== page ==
Here we present the results of a search for the vestiges of the massive stellar association that could have triggered the formation of the shell containing M 16 and M 17 through the identification of red supergiants in the area. We present our target selection criteria and our findings, through which we produce a crude estimate of the overall massive star content of the association and the mechanical energy deposited in the bubble, which suggest that the scenario of triggered formation of M 16 and M 17 is indeed plausible.

2. Target selection

M 16 and M 17 are giant HII regions located at similar distances from the Sun. The distance to M 16 has been estimated to be 1.8 kpc (Oliveira 2008; and references therein), while that of M 17 has been determined to be (Xu et al. 2011) through the VLBI trigonometric parallax of masers associated with its massive star formation sites. The ages have been estimated at less than 3 Myr for M 16 (e.g., Guarcello et al. 2012) and 1 Myr or less for M 17 (e.g., Hanson et al. 1997), although evidence of an older population in the former region has been reported by De Marchi et al. (2013). The average radial velocities of the ionized gas in both regions are similar, νLSR = +26.3 km s−1 for M 16 and νLSR = +16.8 km s−1 for M 17 (Lockman 1989). Extensive reviews on each of these regions can be found in Oliveira (2008) and Chini & Hoffmeister (2008).

The large shell-like disturbance noted by Moriguchi et al. (2002) is clearly seen in the data extracted from the galactic HI atlas of Hartmann & Burton (1997) and the galactic disk CO atlas of Dame et al. (2001) at radial velocities +15 ≲ νLSR(km s−1) ≲ +20 between galactic longitudes 12° ≲ l ≲ 18°, centered near l ∼ 14°5, b ∼ +1°. Both M 16 and M 17 lie along the rim of the shell, which is incomplete at high galactic longitudes, perhaps indicating that it has formed a chimney-like structure venting gas to the galactic halo. There are no known star clusters possibly associated with the bubble. Of the four star clusters projected on the area listed by Dias et al. (2002) and the successive updates of their calalog, three have estimated ages in excess of 250 Myr. The fourth cluster, NGC 6561, is listed as having an age of 8 Myr, but at 3.4 kpc it is too distant to be physically associated with the region under study.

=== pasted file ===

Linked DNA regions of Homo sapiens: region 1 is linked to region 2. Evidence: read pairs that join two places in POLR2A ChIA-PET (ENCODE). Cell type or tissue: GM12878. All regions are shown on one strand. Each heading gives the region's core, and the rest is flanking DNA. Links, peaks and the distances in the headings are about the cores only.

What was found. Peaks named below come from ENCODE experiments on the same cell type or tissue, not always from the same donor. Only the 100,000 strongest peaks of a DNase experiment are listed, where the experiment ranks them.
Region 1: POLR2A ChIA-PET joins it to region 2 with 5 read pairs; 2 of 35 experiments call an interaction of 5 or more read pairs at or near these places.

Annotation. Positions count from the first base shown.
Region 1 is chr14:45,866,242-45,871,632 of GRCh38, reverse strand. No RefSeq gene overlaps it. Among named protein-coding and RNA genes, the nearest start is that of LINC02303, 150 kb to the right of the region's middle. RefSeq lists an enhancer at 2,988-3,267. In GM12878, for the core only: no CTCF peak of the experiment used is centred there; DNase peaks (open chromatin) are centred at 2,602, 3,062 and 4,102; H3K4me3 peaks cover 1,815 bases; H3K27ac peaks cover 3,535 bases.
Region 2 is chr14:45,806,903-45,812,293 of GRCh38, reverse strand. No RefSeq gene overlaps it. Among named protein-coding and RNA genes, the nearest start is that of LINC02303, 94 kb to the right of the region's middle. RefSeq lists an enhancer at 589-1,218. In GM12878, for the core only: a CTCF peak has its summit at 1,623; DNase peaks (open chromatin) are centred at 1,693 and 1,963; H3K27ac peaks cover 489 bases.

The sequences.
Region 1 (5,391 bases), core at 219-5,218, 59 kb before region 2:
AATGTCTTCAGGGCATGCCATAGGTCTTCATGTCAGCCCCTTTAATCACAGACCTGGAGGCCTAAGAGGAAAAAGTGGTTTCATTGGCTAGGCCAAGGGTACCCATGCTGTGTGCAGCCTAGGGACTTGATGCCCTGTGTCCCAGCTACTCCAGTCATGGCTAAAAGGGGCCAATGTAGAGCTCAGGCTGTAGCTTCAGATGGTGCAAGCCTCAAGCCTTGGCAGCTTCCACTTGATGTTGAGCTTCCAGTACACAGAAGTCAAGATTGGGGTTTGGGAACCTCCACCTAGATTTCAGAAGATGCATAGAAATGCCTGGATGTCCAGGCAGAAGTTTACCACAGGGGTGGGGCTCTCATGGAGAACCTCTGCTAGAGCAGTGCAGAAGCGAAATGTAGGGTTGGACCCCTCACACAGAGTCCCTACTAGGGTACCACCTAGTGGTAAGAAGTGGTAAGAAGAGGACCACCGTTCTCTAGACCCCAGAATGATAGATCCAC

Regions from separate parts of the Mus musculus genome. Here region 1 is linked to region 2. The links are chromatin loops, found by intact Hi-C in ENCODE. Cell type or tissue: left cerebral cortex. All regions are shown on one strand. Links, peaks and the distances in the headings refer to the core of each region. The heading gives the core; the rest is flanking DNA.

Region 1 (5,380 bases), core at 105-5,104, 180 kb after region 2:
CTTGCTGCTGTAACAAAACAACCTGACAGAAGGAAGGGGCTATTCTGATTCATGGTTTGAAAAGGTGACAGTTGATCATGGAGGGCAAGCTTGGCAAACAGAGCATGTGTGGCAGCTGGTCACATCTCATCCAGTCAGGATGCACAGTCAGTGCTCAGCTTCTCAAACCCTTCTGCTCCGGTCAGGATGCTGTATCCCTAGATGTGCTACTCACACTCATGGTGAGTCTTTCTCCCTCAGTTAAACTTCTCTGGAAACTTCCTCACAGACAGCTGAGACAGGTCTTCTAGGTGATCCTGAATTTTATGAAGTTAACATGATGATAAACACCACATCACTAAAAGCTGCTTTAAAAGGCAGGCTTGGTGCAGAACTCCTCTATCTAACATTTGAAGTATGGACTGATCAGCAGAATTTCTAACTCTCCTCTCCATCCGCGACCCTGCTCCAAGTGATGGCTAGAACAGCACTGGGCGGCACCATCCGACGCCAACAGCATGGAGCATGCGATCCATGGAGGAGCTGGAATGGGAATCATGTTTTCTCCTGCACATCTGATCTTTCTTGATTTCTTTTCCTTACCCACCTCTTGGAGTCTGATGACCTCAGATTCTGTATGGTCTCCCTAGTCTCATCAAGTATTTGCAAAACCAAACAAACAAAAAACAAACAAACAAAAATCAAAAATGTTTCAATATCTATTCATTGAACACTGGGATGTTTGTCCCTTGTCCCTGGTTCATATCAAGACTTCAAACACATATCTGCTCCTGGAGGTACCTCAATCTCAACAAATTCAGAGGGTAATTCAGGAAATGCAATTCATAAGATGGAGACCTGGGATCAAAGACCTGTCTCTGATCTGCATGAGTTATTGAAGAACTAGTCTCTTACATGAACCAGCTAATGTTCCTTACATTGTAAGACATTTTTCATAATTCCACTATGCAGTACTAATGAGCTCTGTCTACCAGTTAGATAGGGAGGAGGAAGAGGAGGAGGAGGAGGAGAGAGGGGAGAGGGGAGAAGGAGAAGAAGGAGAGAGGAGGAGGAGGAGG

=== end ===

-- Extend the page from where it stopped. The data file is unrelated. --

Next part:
We used the 2MASS All-Sky data release (Skrutskie et al. 2006) to produce a sample of targets for spectroscopic follow-up. A total of 37 stars with KS < 4.8, JKS > 1.1 were selected in the rectangle defined by the galactic coordinates 13° ≲ l ≲ 16°,

0° ≲ b ≲ 2°. The KS magnitude limit corresponds to a red supergiant with absolute magnitude MK = −7.7 at a distance modulus of 11.5 mag, obscured by a foreground extinction AK = 1 mag. The JKS color limit ensures that red supergiants with virtually no foreground extinction are also included in our sample. The sample is expected to be considerably contaminated by foreground red giant branch (RGB) stars, asymptotic giant branch (AGB) stars, and perhaps other types of cool stars, thus requiring spectral classification to confirm the presence of red supergiants.